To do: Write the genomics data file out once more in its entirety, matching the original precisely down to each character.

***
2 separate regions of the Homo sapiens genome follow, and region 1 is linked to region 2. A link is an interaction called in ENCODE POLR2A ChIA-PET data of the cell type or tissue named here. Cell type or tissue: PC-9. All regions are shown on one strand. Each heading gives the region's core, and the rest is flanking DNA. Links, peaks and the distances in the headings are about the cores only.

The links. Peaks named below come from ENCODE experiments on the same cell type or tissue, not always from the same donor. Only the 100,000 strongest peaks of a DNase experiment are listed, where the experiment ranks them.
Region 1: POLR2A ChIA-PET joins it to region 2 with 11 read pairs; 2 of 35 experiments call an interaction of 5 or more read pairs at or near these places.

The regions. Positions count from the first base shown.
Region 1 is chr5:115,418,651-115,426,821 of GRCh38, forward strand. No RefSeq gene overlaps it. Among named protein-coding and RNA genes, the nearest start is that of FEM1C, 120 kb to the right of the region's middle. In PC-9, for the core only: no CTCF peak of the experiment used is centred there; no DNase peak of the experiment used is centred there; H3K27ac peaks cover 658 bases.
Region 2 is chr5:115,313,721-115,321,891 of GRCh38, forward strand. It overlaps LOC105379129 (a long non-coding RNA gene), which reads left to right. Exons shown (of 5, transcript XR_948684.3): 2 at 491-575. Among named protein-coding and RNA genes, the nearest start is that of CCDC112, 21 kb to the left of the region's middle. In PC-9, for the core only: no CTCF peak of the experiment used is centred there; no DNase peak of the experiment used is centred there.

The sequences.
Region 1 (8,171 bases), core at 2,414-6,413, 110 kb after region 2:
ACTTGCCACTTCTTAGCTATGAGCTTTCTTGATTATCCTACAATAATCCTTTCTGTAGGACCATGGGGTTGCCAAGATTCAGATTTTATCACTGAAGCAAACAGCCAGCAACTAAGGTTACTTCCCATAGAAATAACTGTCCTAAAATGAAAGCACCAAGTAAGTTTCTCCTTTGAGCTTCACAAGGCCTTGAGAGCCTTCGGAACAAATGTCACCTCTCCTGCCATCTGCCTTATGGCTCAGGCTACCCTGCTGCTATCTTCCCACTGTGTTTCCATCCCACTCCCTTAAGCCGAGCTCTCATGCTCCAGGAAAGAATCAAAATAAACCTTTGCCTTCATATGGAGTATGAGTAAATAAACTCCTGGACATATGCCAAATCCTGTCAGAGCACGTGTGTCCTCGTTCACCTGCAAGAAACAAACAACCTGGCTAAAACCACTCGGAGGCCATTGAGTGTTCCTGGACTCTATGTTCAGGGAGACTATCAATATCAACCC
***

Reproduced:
2 separate regions of the Homo sapiens genome follow, and region 1 is linked to region 2. A link is an interaction called in ENCODE POLR2A ChIA-PET data of the cell type or tissue named here. Cell type or tissue: PC-9. All regions are shown on one strand. Each heading gives the region's core, and the rest is flanking DNA. Links, peaks and the distances in the headings are about the cores only.

The links. Peaks named below come from ENCODE experiments on the same cell type or tissue, not always from the same donor. Only the 100,000 strongest peaks of a DNase experiment are listed, where the experiment ranks them.
Region 1: POLR2A ChIA-PET joins it to region 2 with 11 read pairs; 2 of 35 experiments call an interaction of 5 or more read pairs at or near these places.

The regions. Positions count from the first base shown.
Region 1 is chr5:115,418,651-115,426,821 of GRCh38, forward strand. No RefSeq gene overlaps it. Among named protein-coding and RNA genes, the nearest start is that of FEM1C, 120 kb to the right of the region's middle. In PC-9, for the core only: no CTCF peak of the experiment used is centred there; no DNase peak of the experiment used is centred there; H3K27ac peaks cover 658 bases.
Region 2 is chr5:115,313,721-115,321,891 of GRCh38, forward strand. It overlaps LOC105379129 (a long non-coding RNA gene), which reads left to right. Exons shown (of 5, transcript XR_948684.3): 2 at 491-575. Among named protein-coding and RNA genes, the nearest start is that of CCDC112, 21 kb to the left of the region's middle. In PC-9, for the core only: no CTCF peak of the experiment used is centred there; no DNase peak of the experiment used is centred there.

The sequences.
Region 1 (8,171 bases), core at 2,414-6,413, 110 kb after region 2:
ACTTGCCACTTCTTAGCTATGAGCTTTCTTGATTATCCTACAATAATCCTTTCTGTAGGACCATGGGGTTGCCAAGATTCAGATTTTATCACTGAAGCAAACAGCCAGCAACTAAGGTTACTTCCCATAGAAATAACTGTCCTAAAATGAAAGCACCAAGTAAGTTTCTCCTTTGAGCTTCACAAGGCCTTGAGAGCCTTCGGAACAAATGTCACCTCTCCTGCCATCTGCCTTATGGCTCAGGCTACCCTGCTGCTATCTTCCCACTGTGTTTCCATCCCACTCCCTTAAGCCGAGCTCTCATGCTCCAGGAAAGAATCAAAATAAACCTTTGCCTTCATATGGAGTATGAGTAAATAAACTCCTGGACATATGCCAAATCCTGTCAGAGCACGTGTGTCCTCGTTCACCTGCAAGAAACAAACAACCTGGCTAAAACCACTCGGAGGCCATTGAGTGTTCCTGGACTCTATGTTCAGGGAGACTATCAATATCAACCC